May 1, 2013

Emory Athletics Announces 2012-13 Award Winners

The Emory University Athletics Department held its annual awards banquet on Tuesday, April 30, where it announced the recipients of its major awards for the 2012-13 school year.  The following is a list of the winners with a brief description of the award.

ALIBERTI AWARD – Presented to a male and female varsity athlete who demonstrates continued athletic improvement, persevere in their academic studies and show profound loyalty to Emory athletics.

Male – Michael Friedberg (Basketball)
Female – Mia Michalak (Swimming and Diving)


McDONOUGH AWARD – Presented to the male and female varsity athlete who have made positive contributions to the Emory community as a student, athlete and citizen.

Male – Richard Upton (Swimming and Diving)
Female – Katie Dickerson (Basketball)


BRIDGES AWARD – Presented to the outstanding all-around male and female varsity athlete.

Male – Jake Davis (Basketball)
Female – Kaele Leonard (Soccer/Track and Field)


PARTIN AWARD – Presented for outstanding career or season performance in a team-based sport by a male and female varsity athlete.

Male – Alex Greven (Basketball)
Female – Lauren Gorodetsky (Soccer/Softball)


McCORD AWARD – Presented for outstanding career or season performance in an individual-based sport by a male and female varsity athlete.

Male – Miller Douglas (Swimming and Diving)
Female – Gabrielle Clark (Tennis)


EMORY SCHOLAR-ATHLETE AWARD -- Presented to the varsity athlete who best exemplifies the ideals of a student-athlete through their academic and athletic success.

Recipient – Isaac Chambers (Track and Field)


FRESHMAN IMPACT AWARD – Presented to a first-year student who demonstrates the exceptional dedication and spirit that defines Emory athletics.  The recipient will have made a positive impact on his or her team through competition and sportsmanship.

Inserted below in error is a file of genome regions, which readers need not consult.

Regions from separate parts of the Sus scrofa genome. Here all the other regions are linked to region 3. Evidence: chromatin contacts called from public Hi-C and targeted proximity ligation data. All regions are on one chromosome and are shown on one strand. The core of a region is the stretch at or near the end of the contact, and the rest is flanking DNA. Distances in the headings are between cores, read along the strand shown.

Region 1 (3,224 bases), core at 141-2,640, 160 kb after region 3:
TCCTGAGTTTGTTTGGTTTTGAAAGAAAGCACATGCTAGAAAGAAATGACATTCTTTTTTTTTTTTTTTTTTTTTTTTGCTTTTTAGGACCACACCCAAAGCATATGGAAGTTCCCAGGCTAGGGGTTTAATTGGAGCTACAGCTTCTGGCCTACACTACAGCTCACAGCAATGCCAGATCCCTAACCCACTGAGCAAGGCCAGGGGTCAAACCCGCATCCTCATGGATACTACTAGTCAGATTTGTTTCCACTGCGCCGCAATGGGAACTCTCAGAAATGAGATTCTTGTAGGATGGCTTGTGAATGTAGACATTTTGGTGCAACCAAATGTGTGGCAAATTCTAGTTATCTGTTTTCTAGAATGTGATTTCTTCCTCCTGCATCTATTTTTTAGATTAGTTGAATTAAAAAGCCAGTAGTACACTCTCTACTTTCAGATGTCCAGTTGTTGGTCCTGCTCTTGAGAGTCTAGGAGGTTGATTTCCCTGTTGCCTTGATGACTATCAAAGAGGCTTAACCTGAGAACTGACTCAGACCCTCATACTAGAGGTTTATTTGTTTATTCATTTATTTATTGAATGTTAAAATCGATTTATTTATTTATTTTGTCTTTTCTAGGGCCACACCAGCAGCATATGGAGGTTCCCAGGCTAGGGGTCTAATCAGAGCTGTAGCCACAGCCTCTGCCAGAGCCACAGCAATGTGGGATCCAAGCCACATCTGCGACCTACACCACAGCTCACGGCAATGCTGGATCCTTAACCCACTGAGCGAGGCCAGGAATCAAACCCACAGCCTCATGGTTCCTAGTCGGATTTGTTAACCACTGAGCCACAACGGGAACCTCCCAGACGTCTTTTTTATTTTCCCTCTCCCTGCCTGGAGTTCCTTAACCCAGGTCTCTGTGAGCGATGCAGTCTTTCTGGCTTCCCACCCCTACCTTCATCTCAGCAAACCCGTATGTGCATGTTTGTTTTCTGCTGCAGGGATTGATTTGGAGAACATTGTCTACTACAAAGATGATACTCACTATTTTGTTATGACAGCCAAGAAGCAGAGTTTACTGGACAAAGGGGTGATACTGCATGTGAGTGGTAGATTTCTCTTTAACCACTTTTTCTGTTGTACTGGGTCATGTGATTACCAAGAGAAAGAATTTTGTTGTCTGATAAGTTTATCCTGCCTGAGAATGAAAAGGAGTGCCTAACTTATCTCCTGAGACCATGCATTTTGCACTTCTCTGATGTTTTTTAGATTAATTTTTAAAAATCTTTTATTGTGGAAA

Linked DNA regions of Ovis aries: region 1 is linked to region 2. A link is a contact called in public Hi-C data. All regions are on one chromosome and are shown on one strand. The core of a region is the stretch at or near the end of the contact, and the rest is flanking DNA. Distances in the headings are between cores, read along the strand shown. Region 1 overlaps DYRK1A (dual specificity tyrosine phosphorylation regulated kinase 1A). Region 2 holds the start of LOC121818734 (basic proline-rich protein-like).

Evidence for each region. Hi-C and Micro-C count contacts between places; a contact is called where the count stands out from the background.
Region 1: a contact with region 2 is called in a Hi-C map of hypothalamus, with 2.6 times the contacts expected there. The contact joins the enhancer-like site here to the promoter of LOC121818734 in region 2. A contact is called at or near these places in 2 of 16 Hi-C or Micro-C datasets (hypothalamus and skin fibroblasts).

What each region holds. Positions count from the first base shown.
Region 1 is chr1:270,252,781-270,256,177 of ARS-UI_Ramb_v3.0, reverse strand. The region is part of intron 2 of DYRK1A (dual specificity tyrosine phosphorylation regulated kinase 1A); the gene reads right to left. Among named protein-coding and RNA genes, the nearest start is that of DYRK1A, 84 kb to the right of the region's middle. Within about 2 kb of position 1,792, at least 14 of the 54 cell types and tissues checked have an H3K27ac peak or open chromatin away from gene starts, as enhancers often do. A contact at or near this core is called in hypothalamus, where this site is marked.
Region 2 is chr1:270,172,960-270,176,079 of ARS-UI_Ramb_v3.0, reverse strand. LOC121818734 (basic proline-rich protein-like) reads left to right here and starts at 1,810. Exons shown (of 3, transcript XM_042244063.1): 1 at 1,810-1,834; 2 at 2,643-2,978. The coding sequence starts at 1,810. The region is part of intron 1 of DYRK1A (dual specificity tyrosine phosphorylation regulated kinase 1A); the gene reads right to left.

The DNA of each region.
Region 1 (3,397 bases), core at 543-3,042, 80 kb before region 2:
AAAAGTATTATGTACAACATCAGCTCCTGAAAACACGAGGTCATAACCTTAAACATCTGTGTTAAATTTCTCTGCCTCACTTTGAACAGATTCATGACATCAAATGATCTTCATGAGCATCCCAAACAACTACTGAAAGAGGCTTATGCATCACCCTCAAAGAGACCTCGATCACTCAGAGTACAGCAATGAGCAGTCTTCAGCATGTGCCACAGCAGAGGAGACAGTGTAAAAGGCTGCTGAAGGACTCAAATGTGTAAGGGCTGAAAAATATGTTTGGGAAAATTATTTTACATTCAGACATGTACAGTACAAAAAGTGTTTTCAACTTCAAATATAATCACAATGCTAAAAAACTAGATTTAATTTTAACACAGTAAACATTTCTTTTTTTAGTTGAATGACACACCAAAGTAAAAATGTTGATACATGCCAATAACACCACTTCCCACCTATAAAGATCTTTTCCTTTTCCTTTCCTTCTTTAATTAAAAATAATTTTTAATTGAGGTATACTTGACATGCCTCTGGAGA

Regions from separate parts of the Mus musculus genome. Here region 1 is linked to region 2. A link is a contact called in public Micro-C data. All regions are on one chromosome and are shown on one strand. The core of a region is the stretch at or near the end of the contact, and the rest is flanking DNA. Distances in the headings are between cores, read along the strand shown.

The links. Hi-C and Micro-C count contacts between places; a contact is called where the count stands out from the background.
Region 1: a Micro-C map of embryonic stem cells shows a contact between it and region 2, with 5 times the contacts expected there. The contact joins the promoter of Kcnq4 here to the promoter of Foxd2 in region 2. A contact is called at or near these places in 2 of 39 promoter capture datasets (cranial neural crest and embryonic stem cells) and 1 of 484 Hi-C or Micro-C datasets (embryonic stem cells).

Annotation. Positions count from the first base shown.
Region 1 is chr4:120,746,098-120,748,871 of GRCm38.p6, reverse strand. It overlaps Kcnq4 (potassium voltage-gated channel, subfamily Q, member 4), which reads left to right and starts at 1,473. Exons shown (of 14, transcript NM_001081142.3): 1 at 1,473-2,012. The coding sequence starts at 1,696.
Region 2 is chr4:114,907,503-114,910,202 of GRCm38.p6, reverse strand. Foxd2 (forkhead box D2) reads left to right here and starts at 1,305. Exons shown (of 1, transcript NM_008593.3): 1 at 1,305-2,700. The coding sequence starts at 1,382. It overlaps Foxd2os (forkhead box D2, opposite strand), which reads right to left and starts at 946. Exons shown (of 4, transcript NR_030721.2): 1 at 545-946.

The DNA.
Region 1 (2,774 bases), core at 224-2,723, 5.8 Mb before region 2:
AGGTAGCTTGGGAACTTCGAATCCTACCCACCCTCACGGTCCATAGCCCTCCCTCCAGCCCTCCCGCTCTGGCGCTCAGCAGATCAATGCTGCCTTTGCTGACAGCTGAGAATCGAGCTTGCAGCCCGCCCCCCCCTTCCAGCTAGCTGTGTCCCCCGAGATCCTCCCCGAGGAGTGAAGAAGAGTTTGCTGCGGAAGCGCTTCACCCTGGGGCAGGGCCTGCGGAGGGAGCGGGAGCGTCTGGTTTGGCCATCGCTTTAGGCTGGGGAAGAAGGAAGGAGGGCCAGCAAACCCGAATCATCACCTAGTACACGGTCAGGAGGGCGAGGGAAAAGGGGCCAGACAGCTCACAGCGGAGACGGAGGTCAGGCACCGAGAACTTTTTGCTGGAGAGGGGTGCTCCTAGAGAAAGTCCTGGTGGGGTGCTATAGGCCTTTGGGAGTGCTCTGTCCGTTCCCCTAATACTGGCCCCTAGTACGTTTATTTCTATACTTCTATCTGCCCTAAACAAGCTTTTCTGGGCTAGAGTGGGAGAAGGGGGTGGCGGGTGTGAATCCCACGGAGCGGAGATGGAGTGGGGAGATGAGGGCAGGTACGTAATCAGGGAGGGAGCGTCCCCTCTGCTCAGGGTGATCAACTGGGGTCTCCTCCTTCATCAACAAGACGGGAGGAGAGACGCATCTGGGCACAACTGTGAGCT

Male – Andrew Wilson (Swimming and Diving)
Female – Taylor Erwin (Volleyball )




Katie Dickerson of the women's basketball team presented the Senior Reflection.  The text of her speech follows.

 

You’re all insane.  Every single one of you is certifiably crazy. 

You wake up, often much too early in the morning, and work through grueling practices for hours on end.  Do you know how many things you could be doing that don’t involve blood, sweat or tears?  And don’t even try to tell me that it’s good for your health.  I was sprightly as a freshman.  Now I require at least thirty minutes to warm up and have the joints of an 80-year-old woman.
 

Well, chances are you know that you miss out on a lot to play NCAA athletics.  There were inevitably times when you really could have used an extra few hours to study for a test, sleep or just really wanted to party with “Narps” instead of resting up for a competition.


Sometimes it seems like the sport consumes your entire life.  At least for me, it dictated my highs and caused my lows.  So are you ready for a huge secret? …It all ends.  At some point the wins and losses don’t matter and all you take with you are the life experiences you gained by being a student athlete.  The bus rides, the plane rides, the team dinners, the competitions… those times when your teammates became your therapists, your teachers, your singing partners, backup dancers and most importantly- your lifelong friends.